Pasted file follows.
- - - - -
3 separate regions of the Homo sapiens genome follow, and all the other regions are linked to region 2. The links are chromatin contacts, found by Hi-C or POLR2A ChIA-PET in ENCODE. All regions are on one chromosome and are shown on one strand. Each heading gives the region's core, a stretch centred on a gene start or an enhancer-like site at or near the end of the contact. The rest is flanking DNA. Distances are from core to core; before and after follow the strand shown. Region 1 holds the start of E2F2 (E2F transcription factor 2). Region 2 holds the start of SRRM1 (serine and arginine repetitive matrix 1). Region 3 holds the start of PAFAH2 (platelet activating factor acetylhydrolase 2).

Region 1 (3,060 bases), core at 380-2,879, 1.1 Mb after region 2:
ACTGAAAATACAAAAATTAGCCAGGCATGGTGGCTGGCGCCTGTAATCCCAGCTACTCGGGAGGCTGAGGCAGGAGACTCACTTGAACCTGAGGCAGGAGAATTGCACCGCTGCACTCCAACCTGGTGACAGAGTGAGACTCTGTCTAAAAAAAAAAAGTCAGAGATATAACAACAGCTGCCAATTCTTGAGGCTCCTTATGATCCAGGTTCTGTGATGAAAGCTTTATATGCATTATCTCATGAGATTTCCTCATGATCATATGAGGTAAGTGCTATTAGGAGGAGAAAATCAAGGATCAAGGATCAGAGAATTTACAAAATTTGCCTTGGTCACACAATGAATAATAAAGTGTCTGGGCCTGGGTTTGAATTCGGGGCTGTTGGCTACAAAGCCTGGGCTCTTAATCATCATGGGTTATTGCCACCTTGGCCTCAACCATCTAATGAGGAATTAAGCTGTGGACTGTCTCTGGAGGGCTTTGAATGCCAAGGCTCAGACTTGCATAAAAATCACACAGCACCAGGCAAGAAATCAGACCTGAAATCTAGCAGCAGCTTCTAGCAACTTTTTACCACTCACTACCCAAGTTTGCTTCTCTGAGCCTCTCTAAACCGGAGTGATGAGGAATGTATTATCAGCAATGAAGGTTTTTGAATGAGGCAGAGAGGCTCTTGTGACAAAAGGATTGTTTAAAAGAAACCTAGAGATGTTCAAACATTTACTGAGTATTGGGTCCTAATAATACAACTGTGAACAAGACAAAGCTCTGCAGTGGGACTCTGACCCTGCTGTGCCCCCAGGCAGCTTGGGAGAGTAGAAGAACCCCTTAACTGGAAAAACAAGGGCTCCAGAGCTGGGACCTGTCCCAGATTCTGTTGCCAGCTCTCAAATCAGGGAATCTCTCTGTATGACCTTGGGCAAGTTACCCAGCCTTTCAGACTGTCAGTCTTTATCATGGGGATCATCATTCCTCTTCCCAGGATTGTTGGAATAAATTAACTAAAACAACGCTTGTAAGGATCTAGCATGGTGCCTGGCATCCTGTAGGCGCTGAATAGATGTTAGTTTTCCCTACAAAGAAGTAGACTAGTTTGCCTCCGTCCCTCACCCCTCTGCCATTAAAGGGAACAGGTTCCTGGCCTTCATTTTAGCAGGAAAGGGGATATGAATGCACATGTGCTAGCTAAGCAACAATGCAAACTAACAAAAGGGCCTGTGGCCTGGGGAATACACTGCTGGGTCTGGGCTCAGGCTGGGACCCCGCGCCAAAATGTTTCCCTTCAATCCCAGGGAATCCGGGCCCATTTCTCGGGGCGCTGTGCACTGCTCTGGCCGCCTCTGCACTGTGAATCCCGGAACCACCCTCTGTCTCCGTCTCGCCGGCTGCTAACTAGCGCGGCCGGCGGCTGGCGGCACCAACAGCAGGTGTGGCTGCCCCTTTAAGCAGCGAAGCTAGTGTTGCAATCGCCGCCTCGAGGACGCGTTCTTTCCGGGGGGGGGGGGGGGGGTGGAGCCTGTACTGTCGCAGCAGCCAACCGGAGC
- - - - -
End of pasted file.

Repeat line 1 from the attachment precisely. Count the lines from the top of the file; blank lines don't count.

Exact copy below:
3 separate regions of the Homo sapiens genome follow, and all the other regions are linked to region 2. The links are chromatin contacts, found by Hi-C or POLR2A ChIA-PET in ENCODE. All regions are on one chromosome and are shown on one strand. Each heading gives the region's core, a stretch centred on a gene start or an enhancer-like site at or near the end of the contact. The rest is flanking DNA. Distances are from core to core; before and after follow the strand shown. Region 1 holds the start of E2F2 (E2F transcription factor 2). Region 2 holds the start of SRRM1 (serine and arginine repetitive matrix 1). Region 3 holds the start of PAFAH2 (platelet activating factor acetylhydrolase 2).